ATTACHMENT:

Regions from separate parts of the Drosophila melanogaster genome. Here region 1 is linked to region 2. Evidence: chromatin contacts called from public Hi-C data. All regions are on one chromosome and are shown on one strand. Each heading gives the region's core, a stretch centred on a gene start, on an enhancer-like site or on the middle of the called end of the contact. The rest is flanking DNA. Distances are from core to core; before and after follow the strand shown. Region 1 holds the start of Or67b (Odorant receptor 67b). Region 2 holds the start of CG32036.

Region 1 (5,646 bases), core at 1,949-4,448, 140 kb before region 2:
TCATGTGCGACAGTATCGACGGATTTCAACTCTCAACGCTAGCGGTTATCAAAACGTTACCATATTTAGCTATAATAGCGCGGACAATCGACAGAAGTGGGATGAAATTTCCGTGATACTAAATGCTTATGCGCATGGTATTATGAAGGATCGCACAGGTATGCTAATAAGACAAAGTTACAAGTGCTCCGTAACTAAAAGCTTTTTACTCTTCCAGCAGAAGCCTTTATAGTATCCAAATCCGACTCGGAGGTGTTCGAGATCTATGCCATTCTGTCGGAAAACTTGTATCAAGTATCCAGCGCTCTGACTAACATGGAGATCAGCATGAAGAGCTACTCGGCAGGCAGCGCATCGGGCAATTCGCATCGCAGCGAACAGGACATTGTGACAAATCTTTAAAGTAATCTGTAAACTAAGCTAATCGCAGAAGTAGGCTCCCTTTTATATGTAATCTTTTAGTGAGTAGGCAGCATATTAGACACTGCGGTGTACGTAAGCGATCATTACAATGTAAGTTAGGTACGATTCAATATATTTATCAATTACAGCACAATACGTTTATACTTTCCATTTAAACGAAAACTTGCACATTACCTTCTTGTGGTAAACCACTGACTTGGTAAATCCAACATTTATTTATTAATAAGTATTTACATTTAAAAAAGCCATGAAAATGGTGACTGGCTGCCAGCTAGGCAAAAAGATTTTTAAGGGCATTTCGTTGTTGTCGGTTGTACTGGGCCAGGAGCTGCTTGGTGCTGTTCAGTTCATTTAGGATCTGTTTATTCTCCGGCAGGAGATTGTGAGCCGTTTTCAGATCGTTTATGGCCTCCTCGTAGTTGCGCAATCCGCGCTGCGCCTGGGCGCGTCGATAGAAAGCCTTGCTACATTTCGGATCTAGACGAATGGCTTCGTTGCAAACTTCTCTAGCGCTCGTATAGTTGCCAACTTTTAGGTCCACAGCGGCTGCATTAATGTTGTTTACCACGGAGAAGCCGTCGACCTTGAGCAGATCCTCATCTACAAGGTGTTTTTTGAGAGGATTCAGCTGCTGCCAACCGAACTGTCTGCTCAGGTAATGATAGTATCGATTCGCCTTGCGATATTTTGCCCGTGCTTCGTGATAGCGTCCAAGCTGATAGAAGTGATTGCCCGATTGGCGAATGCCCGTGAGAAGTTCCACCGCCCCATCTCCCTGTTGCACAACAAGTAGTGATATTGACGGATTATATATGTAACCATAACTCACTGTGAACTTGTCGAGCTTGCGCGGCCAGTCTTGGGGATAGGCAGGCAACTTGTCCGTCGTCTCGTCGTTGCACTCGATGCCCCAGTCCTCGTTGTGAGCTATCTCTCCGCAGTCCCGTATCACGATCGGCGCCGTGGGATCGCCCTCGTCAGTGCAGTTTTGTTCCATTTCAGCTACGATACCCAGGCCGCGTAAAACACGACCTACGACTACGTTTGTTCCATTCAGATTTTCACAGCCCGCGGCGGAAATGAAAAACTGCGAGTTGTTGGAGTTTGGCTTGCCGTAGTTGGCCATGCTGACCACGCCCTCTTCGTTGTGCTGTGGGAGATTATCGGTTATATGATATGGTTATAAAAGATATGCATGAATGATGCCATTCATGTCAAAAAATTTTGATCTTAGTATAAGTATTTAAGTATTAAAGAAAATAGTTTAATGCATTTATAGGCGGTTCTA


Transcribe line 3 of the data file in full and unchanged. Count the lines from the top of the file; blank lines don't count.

TCATGTGCGACAGTATCGACGGATTTCAACTCTCAACGCTAGCGGTTATCAAAACGTTACCATATTTAGCTATAATAGCGCGGACAATCGACAGAAGTGGGATGAAATTTCCGTGATACTAAATGCTTATGCGCATGGTATTATGAAGGATCGCACAGGTATGCTAATAAGACAAAGTTACAAGTGCTCCGTAACTAAAAGCTTTTTACTCTTCCAGCAGAAGCCTTTATAGTATCCAAATCCGACTCGGAGGTGTTCGAGATCTATGCCATTCTGTCGGAAAACTTGTATCAAGTATCCAGCGCTCTGACTAACATGGAGATCAGCATGAAGAGCTACTCGGCAGGCAGCGCATCGGGCAATTCGCATCGCAGCGAACAGGACATTGTGACAAATCTTTAAAGTAATCTGTAAACTAAGCTAATCGCAGAAGTAGGCTCCCTTTTATATGTAATCTTTTAGTGAGTAGGCAGCATATTAGACACTGCGGTGTACGTAAGCGATCATTACAATGTAAGTTAGGTACGATTCAATATATTTATCAATTACAGCACAATACGTTTATACTTTCCATTTAAACGAAAACTTGCACATTACCTTCTTGTGGTAAACCACTGACTTGGTAAATCCAACATTTATTTATTAATAAGTATTTACATTTAAAAAAGCCATGAAAATGGTGACTGGCTGCCAGCTAGGCAAAAAGATTTTTAAGGGCATTTCGTTGTTGTCGGTTGTACTGGGCCAGGAGCTGCTTGGTGCTGTTCAGTTCATTTAGGATCTGTTTATTCTCCGGCAGGAGATTGTGAGCCGTTTTCAGATCGTTTATGGCCTCCTCGTAGTTGCGCAATCCGCGCTGCGCCTGGGCGCGTCGATAGAAAGCCTTGCTACATTTCGGATCTAGACGAATGGCTTCGTTGCAAACTTCTCTAGCGCTCGTATAGTTGCCAACTTTTAGGTCCACAGCGGCTGCATTAATGTTGTTTACCACGGAGAAGCCGTCGACCTTGAGCAGATCCTCATCTACAAGGTGTTTTTTGAGAGGATTCAGCTGCTGCCAACCGAACTGTCTGCTCAGGTAATGATAGTATCGATTCGCCTTGCGATATTTTGCCCGTGCTTCGTGATAGCGTCCAAGCTGATAGAAGTGATTGCCCGATTGGCGAATGCCCGTGAGAAGTTCCACCGCCCCATCTCCCTGTTGCACAACAAGTAGTGATATTGACGGATTATATATGTAACCATAACTCACTGTGAACTTGTCGAGCTTGCGCGGCCAGTCTTGGGGATAGGCAGGCAACTTGTCCGTCGTCTCGTCGTTGCACTCGATGCCCCAGTCCTCGTTGTGAGCTATCTCTCCGCAGTCCCGTATCACGATCGGCGCCGTGGGATCGCCCTCGTCAGTGCAGTTTTGTTCCATTTCAGCTACGATACCCAGGCCGCGTAAAACACGACCTACGACTACGTTTGTTCCATTCAGATTTTCACAGCCCGCGGCGGAAATGAAAAACTGCGAGTTGTTGGAGTTTGGCTTGCCGTAGTTGGCCATGCTGACCACGCCCTCTTCGTTGTGCTGTGGGAGATTATCGGTTATATGATATGGTTATAAAAGATATGCATGAATGATGCCATTCATGTCAAAAAATTTTGATCTTAGTATAAGTATTTAAGTATTAAAGAAAATAGTTTAATGCATTTATAGGCGGTTCTA